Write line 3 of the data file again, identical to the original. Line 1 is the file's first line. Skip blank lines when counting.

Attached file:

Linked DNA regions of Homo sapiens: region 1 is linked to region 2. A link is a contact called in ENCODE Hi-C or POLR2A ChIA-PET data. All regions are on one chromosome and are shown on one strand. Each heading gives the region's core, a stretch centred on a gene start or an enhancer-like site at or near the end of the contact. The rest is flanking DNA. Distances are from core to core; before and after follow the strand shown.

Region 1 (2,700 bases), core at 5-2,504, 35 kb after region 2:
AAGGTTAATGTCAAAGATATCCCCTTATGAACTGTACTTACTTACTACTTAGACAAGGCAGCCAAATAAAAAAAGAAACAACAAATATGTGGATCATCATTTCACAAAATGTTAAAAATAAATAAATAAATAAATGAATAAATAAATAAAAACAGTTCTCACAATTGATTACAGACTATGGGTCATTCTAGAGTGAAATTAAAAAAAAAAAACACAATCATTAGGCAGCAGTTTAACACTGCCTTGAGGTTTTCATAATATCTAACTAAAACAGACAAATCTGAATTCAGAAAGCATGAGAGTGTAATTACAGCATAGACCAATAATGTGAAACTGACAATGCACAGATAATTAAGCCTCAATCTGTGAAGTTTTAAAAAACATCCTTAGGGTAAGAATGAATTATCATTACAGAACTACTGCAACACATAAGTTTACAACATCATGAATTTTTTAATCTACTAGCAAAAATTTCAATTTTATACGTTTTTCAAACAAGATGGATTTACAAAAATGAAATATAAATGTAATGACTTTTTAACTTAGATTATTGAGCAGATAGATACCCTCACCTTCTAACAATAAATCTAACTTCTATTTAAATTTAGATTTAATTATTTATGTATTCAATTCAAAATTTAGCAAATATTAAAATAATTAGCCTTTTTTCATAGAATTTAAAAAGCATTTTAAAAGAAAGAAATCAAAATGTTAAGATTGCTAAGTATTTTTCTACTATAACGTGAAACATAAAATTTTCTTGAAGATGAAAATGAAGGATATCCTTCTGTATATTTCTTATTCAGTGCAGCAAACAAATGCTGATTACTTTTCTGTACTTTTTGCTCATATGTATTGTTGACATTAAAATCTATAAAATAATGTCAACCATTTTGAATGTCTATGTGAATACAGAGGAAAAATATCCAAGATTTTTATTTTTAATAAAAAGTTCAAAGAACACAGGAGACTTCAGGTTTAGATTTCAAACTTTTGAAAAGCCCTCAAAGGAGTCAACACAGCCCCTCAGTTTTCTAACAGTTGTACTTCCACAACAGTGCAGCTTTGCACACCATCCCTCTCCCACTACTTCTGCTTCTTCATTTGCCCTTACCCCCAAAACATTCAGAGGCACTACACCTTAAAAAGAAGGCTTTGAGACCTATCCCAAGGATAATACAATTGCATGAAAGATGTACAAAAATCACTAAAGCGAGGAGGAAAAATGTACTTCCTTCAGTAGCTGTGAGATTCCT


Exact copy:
AAGGTTAATGTCAAAGATATCCCCTTATGAACTGTACTTACTTACTACTTAGACAAGGCAGCCAAATAAAAAAAGAAACAACAAATATGTGGATCATCATTTCACAAAATGTTAAAAATAAATAAATAAATAAATGAATAAATAAATAAAAACAGTTCTCACAATTGATTACAGACTATGGGTCATTCTAGAGTGAAATTAAAAAAAAAAAACACAATCATTAGGCAGCAGTTTAACACTGCCTTGAGGTTTTCATAATATCTAACTAAAACAGACAAATCTGAATTCAGAAAGCATGAGAGTGTAATTACAGCATAGACCAATAATGTGAAACTGACAATGCACAGATAATTAAGCCTCAATCTGTGAAGTTTTAAAAAACATCCTTAGGGTAAGAATGAATTATCATTACAGAACTACTGCAACACATAAGTTTACAACATCATGAATTTTTTAATCTACTAGCAAAAATTTCAATTTTATACGTTTTTCAAACAAGATGGATTTACAAAAATGAAATATAAATGTAATGACTTTTTAACTTAGATTATTGAGCAGATAGATACCCTCACCTTCTAACAATAAATCTAACTTCTATTTAAATTTAGATTTAATTATTTATGTATTCAATTCAAAATTTAGCAAATATTAAAATAATTAGCCTTTTTTCATAGAATTTAAAAAGCATTTTAAAAGAAAGAAATCAAAATGTTAAGATTGCTAAGTATTTTTCTACTATAACGTGAAACATAAAATTTTCTTGAAGATGAAAATGAAGGATATCCTTCTGTATATTTCTTATTCAGTGCAGCAAACAAATGCTGATTACTTTTCTGTACTTTTTGCTCATATGTATTGTTGACATTAAAATCTATAAAATAATGTCAACCATTTTGAATGTCTATGTGAATACAGAGGAAAAATATCCAAGATTTTTATTTTTAATAAAAAGTTCAAAGAACACAGGAGACTTCAGGTTTAGATTTCAAACTTTTGAAAAGCCCTCAAAGGAGTCAACACAGCCCCTCAGTTTTCTAACAGTTGTACTTCCACAACAGTGCAGCTTTGCACACCATCCCTCTCCCACTACTTCTGCTTCTTCATTTGCCCTTACCCCCAAAACATTCAGAGGCACTACACCTTAAAAAGAAGGCTTTGAGACCTATCCCAAGGATAATACAATTGCATGAAAGATGTACAAAAATCACTAAAGCGAGGAGGAAAAATGTACTTCCTTCAGTAGCTGTGAGATTCCT